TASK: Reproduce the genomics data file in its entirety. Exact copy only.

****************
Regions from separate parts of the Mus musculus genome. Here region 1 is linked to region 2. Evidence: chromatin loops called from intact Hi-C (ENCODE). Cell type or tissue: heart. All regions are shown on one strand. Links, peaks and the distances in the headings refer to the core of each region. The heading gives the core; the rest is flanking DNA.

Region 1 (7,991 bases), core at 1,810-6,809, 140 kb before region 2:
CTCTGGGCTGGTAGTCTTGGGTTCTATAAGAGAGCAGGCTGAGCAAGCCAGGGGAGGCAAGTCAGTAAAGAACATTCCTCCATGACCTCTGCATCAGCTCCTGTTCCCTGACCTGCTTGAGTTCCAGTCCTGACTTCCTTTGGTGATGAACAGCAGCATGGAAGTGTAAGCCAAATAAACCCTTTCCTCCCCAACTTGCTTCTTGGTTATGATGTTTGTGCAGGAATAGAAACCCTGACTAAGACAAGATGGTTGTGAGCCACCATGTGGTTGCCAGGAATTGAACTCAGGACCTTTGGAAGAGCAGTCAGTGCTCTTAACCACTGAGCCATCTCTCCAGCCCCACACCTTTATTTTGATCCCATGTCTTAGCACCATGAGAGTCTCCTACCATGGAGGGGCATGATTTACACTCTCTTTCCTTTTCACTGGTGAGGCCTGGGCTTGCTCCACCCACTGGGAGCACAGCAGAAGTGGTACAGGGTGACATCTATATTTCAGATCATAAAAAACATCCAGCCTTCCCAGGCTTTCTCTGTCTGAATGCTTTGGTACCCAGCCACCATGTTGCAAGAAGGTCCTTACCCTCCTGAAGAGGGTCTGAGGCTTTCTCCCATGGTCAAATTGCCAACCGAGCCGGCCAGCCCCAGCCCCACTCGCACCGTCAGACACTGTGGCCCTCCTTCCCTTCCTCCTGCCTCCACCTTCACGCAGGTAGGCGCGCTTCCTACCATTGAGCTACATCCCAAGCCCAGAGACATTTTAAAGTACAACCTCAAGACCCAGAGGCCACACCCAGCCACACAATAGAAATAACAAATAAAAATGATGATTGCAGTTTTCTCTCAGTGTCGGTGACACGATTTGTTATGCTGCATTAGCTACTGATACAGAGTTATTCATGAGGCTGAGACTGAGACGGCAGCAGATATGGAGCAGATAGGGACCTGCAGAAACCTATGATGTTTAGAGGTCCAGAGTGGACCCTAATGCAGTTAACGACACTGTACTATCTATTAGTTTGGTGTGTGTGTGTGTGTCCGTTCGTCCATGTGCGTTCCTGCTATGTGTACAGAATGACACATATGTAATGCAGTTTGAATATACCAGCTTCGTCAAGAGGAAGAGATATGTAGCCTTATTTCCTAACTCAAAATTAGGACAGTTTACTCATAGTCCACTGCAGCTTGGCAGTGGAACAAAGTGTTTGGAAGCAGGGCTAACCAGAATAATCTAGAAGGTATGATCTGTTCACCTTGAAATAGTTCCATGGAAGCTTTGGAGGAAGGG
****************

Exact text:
Regions from separate parts of the Mus musculus genome. Here region 1 is linked to region 2. Evidence: chromatin loops called from intact Hi-C (ENCODE). Cell type or tissue: heart. All regions are shown on one strand. Links, peaks and the distances in the headings refer to the core of each region. The heading gives the core; the rest is flanking DNA.

Region 1 (7,991 bases), core at 1,810-6,809, 140 kb before region 2:
CTCTGGGCTGGTAGTCTTGGGTTCTATAAGAGAGCAGGCTGAGCAAGCCAGGGGAGGCAAGTCAGTAAAGAACATTCCTCCATGACCTCTGCATCAGCTCCTGTTCCCTGACCTGCTTGAGTTCCAGTCCTGACTTCCTTTGGTGATGAACAGCAGCATGGAAGTGTAAGCCAAATAAACCCTTTCCTCCCCAACTTGCTTCTTGGTTATGATGTTTGTGCAGGAATAGAAACCCTGACTAAGACAAGATGGTTGTGAGCCACCATGTGGTTGCCAGGAATTGAACTCAGGACCTTTGGAAGAGCAGTCAGTGCTCTTAACCACTGAGCCATCTCTCCAGCCCCACACCTTTATTTTGATCCCATGTCTTAGCACCATGAGAGTCTCCTACCATGGAGGGGCATGATTTACACTCTCTTTCCTTTTCACTGGTGAGGCCTGGGCTTGCTCCACCCACTGGGAGCACAGCAGAAGTGGTACAGGGTGACATCTATATTTCAGATCATAAAAAACATCCAGCCTTCCCAGGCTTTCTCTGTCTGAATGCTTTGGTACCCAGCCACCATGTTGCAAGAAGGTCCTTACCCTCCTGAAGAGGGTCTGAGGCTTTCTCCCATGGTCAAATTGCCAACCGAGCCGGCCAGCCCCAGCCCCACTCGCACCGTCAGACACTGTGGCCCTCCTTCCCTTCCTCCTGCCTCCACCTTCACGCAGGTAGGCGCGCTTCCTACCATTGAGCTACATCCCAAGCCCAGAGACATTTTAAAGTACAACCTCAAGACCCAGAGGCCACACCCAGCCACACAATAGAAATAACAAATAAAAATGATGATTGCAGTTTTCTCTCAGTGTCGGTGACACGATTTGTTATGCTGCATTAGCTACTGATACAGAGTTATTCATGAGGCTGAGACTGAGACGGCAGCAGATATGGAGCAGATAGGGACCTGCAGAAACCTATGATGTTTAGAGGTCCAGAGTGGACCCTAATGCAGTTAACGACACTGTACTATCTATTAGTTTGGTGTGTGTGTGTGTGTCCGTTCGTCCATGTGCGTTCCTGCTATGTGTACAGAATGACACATATGTAATGCAGTTTGAATATACCAGCTTCGTCAAGAGGAAGAGATATGTAGCCTTATTTCCTAACTCAAAATTAGGACAGTTTACTCATAGTCCACTGCAGCTTGGCAGTGGAACAAAGTGTTTGGAAGCAGGGCTAACCAGAATAATCTAGAAGGTATGATCTGTTCACCTTGAAATAGTTCCATGGAAGCTTTGGAGGAAGGG